Editor’s note: International business consultant William Dunk is a frequent contributor to Local Tech Wire. Dunk’s review of corporate annual reports is widely reported on by media worldwide each year. “Copperheads and Big Bears.” A friend up North gave me this adage as we re-struck our friendship over the phone recently. It strikes right to the heart of this letter: How do you pay attention to the risk that really matters when 1,000 calamities press their claims upon you?
Year of Risk. Last March, when we were working on our Annual Report on Annual Reports 2001 , we were tempted to call it “The Year of Risk.” At no time did we anticipate the monolithic meltdowns we have seen since – California’s electricity debacle, the World Trade Center tragedy, Enron, Global Crossing, Argentina, etc. – but we spied a deep, wide, and pervasive systems breakdown, even if the much vaunted Y2K tempest had ostensibly been avoided. The irony of 2002 is that we see disaster all about us now – to the point of paralysis – but we still don’t see the big pileups coming down the track. More often than not, we are consumed by the wrong risks, fearfully preparing for things that are not going to happen. We’re watching the copperheads, yet the big bear is lurking in the bushes. We have been, we are, and we will be bushwhacked.
Lone Wolves. What’s uncanny is that there are chaps around who do foresee the big risks and anticipate, in vivid detail, the calamitous events that will ensue because the risks are unattended. Such was Rick Rescorla whose sad, wonderful, charming tale is retold in James Stewart’s “The Real Heroes Are Dead” (The New Yorker, February 11, 2002). From Cornwall in England, he had fought against insurgents in Cyprus, Rhodesia, and Vietnam. Cancer survivor, Zen Buddhist, and novelist, Rescorla did a stint teaching criminal justice at the University of South Carolina, with a textbook to his credit on that subject. He wound up as security chief for Morgan Stanley Dean Whitter at, where else, the World Trade Center.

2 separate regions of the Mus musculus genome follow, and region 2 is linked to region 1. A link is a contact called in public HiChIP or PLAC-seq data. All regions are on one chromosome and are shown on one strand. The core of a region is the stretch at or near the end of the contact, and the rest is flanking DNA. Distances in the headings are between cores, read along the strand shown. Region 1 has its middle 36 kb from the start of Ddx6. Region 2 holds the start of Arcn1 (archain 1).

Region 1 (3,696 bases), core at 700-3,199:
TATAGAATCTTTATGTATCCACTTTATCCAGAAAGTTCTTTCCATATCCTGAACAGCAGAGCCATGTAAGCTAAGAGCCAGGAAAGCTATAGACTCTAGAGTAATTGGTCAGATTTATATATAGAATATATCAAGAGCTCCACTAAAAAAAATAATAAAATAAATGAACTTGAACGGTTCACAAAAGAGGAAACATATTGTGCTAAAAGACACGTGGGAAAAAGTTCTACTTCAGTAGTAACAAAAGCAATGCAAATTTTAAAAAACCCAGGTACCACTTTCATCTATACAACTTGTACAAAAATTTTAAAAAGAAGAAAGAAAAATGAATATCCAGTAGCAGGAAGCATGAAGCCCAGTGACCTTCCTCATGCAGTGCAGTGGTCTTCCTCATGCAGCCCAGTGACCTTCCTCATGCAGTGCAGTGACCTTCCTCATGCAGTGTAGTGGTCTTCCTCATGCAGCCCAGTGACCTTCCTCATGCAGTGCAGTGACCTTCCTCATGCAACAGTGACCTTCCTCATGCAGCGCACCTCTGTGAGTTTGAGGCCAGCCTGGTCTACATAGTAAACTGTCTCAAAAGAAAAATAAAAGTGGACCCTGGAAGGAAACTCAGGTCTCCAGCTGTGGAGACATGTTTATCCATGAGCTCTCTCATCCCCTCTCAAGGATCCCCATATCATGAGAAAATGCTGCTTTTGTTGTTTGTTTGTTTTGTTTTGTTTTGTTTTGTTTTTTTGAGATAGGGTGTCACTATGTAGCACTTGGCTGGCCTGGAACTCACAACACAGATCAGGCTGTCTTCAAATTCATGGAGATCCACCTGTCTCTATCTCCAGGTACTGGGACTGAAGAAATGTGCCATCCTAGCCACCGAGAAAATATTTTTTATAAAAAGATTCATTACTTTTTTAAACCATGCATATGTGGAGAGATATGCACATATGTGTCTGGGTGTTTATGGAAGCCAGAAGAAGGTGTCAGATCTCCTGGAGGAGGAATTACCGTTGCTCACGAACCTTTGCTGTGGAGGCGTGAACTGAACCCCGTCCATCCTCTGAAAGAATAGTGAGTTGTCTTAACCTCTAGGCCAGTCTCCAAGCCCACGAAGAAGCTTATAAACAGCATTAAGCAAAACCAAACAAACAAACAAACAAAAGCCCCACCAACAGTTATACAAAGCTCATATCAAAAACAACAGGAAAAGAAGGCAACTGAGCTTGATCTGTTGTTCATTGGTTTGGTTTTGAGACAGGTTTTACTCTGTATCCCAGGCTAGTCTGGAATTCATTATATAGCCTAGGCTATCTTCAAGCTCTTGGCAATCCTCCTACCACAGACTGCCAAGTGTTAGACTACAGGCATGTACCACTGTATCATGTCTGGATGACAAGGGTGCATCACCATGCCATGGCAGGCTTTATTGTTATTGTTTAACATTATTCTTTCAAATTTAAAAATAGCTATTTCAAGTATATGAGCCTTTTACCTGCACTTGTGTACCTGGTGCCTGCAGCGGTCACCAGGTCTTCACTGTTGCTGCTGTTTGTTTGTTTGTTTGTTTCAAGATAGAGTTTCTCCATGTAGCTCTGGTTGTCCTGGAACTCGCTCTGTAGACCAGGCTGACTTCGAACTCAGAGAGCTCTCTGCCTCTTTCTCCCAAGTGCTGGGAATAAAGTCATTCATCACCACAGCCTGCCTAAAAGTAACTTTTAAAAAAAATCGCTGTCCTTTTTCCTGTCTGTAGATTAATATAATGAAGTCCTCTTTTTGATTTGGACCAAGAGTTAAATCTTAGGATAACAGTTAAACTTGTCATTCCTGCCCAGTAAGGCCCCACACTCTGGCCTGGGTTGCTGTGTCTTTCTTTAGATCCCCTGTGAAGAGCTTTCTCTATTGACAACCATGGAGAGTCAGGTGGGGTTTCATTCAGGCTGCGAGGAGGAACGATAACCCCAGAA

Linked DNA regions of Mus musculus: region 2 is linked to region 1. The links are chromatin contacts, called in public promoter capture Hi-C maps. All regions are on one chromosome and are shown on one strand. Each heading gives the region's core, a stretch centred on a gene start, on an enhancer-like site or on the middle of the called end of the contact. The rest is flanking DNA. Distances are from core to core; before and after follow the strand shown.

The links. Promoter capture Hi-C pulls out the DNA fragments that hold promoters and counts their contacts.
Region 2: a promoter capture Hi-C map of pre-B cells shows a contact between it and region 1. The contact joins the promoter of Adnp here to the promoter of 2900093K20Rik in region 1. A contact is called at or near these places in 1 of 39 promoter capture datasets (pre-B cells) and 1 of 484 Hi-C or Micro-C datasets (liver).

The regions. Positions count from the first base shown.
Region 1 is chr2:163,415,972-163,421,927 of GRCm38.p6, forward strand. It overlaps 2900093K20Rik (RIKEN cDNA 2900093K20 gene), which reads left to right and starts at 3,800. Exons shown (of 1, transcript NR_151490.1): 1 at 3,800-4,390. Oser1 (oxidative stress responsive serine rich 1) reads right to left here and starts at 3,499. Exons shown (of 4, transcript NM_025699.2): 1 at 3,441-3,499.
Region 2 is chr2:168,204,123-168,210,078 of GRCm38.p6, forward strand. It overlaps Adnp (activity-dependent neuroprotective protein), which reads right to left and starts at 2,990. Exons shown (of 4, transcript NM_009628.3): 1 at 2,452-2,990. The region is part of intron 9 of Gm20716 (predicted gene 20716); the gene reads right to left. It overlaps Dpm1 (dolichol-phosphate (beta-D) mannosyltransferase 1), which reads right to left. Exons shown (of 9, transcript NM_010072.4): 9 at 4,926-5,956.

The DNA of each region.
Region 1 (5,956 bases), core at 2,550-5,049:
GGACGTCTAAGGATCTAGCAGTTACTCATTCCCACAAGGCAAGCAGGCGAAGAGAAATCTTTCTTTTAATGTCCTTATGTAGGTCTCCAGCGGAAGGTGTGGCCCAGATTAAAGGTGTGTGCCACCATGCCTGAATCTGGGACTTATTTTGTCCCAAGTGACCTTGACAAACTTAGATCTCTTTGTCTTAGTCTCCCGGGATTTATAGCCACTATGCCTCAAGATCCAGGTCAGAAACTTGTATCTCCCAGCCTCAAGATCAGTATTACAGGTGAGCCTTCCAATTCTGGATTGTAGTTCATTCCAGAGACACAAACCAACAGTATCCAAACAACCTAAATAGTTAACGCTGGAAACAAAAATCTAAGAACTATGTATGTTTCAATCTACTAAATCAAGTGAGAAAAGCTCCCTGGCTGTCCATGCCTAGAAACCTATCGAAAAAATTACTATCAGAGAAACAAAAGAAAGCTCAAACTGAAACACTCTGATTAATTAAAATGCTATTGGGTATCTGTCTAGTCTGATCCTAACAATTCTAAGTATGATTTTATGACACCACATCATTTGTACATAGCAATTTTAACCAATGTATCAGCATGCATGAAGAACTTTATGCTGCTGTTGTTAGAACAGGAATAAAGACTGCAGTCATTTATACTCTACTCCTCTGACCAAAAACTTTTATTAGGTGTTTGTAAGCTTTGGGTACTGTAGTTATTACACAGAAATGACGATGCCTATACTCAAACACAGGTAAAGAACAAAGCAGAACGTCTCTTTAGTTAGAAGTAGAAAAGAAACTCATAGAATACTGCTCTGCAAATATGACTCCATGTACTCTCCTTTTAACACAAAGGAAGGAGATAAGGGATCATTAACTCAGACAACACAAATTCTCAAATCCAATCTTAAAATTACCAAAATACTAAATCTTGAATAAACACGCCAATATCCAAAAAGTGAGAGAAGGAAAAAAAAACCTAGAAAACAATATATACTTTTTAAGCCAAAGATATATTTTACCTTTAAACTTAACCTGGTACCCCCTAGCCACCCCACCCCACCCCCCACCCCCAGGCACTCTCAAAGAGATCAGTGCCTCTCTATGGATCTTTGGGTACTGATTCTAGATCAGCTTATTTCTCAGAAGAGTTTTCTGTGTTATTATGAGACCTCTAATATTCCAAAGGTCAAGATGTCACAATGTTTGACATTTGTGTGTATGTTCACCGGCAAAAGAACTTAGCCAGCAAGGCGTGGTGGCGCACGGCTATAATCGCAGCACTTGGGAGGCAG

With the aid of his wartime buddy Dan Hill, a Moslem convert, he anticipated the first 1993 bombing of the WTC, and the air strike last year. “Drawing on his research” for his novel about the air-cavalry, “Rescorla envisioned an air attack on the Twin Towers….” In the first instance, he alerted Port Authority officials; they did not pay attention. In the second, he alerted Morgan Stanley’s own brass; they did not pay enough attention.
Inside almost every system, there are mid-level, somewhat alienated managers – usually brighter than their superiors –who spot clear and present dangers that the bigwigs simply don’t see. They are not wedded to inertia, but respond vigorously to the promptings of their senses and their intelligence. If you are, on the other hand, too much part of a system, chances are you won’t spot the torpedo coming your way: you will believe in the system so much that you will implicitly believe it is impregnable. Lone wolves – people of principle and intelligence who march to a different drummer – seem to divine the real threat. It’s the lone wolves, not the panoply of risk managers at banks, insurance companies, and detective firms, who can give us a little security if we will listen.